Wales captain Ryan Jones has hailed the efforts of his fellow forwards following an unbeaten start to this season's RBS 6 Nations campaign.
The reigning Six Nations champions face France in Paris on Friday night, seeking a victory that would leave them just two more wins away from achieving first back-to-back Grand Slams since 1909.
Wales’ adventurous approach has won them numerous plaudits, with attacking talismen like Shane Williams and Lee Byrne leading the way.
But Jones believes a Wales pack that was often criticised in the past is now receiving the praise it deserves.
“It was a myth about our pack,” said Ospreys back-row forward Jones.
“They are finally getting the credit they richly deserve for putting in performance after performance.
“There are great individuals as well - it’s easy to credit the likes of Shane Williams and Lee Byrne, and rightly so - but they’ve got to have their share of the ball, and the pack has been relentless.”
Wales head coach Warren Gatland is likely to retain the pack that helped account for England eight days ago when he names his Paris-bound team tomorrow.
Behind the scrum, Ospreys wing Williams is poised for a recall after missing the England game because of an ankle injury suffered against Scotland in Wales’ tournament opener.
And Gatland must also decide on a role - or otherwise - for centre Gavin Henson.
The injury-plagued Ospreys star has not played Test rugby since Wales were crowned Six Nations champions and Grand Slam winners by defeating France in Cardiff last March.
He was chosen for the Scotland game a fortnight ago, but a calf muscle strain ruined his hopes, while he also missed Wales’ 23-15 success against England.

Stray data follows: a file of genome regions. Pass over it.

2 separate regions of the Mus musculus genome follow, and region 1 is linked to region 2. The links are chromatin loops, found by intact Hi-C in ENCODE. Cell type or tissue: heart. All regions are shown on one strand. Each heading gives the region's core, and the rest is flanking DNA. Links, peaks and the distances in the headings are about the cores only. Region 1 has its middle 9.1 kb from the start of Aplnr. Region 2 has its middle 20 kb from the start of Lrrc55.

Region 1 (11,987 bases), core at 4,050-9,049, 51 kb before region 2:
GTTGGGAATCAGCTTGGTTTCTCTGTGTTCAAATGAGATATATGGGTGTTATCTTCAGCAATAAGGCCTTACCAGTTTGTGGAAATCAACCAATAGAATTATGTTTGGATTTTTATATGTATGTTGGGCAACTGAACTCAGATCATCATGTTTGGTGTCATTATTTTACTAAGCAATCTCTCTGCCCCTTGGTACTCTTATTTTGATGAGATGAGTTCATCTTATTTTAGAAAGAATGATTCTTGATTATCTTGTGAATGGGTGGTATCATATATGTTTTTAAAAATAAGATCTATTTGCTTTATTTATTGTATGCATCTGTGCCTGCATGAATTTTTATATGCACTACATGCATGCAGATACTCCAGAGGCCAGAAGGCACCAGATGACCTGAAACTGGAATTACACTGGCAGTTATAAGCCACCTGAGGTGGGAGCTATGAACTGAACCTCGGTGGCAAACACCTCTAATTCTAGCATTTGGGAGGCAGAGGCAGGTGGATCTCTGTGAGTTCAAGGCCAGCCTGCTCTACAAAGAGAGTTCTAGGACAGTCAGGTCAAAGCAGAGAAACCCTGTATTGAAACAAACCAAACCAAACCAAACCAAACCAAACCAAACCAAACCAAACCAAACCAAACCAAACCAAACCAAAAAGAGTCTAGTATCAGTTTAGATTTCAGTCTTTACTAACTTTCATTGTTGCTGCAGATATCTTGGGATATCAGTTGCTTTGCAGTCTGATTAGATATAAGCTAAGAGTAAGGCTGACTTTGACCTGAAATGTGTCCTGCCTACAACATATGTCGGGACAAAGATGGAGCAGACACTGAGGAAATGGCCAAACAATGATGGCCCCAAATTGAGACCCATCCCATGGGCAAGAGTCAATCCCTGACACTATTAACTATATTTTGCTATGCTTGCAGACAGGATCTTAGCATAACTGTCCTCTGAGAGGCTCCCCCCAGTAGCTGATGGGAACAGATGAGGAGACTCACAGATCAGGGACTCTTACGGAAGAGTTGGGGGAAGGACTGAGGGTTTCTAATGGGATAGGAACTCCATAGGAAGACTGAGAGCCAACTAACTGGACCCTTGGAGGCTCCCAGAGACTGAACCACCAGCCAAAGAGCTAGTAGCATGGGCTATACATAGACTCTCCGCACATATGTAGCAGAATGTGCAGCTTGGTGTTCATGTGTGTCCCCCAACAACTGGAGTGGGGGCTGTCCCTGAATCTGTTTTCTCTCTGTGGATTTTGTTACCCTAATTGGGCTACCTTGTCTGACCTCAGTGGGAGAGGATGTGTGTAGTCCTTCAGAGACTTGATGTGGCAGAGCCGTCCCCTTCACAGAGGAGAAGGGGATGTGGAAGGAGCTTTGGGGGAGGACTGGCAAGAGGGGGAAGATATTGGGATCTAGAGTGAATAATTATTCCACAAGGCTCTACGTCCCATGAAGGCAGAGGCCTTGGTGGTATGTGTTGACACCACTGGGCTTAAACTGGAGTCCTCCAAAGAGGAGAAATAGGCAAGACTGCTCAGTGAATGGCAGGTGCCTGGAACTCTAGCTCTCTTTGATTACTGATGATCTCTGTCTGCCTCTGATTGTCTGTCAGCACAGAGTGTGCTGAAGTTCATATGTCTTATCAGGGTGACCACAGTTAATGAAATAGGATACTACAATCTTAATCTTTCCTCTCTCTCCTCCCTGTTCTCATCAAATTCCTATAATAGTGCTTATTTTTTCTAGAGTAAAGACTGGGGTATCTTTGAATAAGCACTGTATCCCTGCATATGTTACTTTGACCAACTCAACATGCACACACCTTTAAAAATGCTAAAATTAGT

Henson looks unlikely to separate an in-form midfield pairing of Jamie Roberts and Tom Shanklin, yet a bench role cannot be ruled out.
With or without Henson, Wales can head to the French capital in an optimistic mood.
They have won on three of their five previous Stade de France visits, and Jones added: “France will be dangerous, but we’ve got to make sure we are switched on and react as quickly as we can, while preparing for every eventuality.
“There is more to come. We’ve shown a huge improvement in our composure, we’ve talked about having a big heart and we are maturing, as well as having youngsters in key positions making good decisions.
“We’ve become a team no-one looks forward to playing against. We are creating our own aura and we are earning respect.
“France is a hell of a place to go and play Test rugby. It’s hostile and the fans are very passionate and knowledgeable, but we will aim to quieten them.
“We’ve got the experience of drawing on past conquests, so it is not new. We know what it takes to win there, but we’ve got to start well and show the same character.
“France can be brilliant in patches and the worrying thing is their counter-attacking, which is dangerous, but they were caught a couple of times by Ireland in their first game.”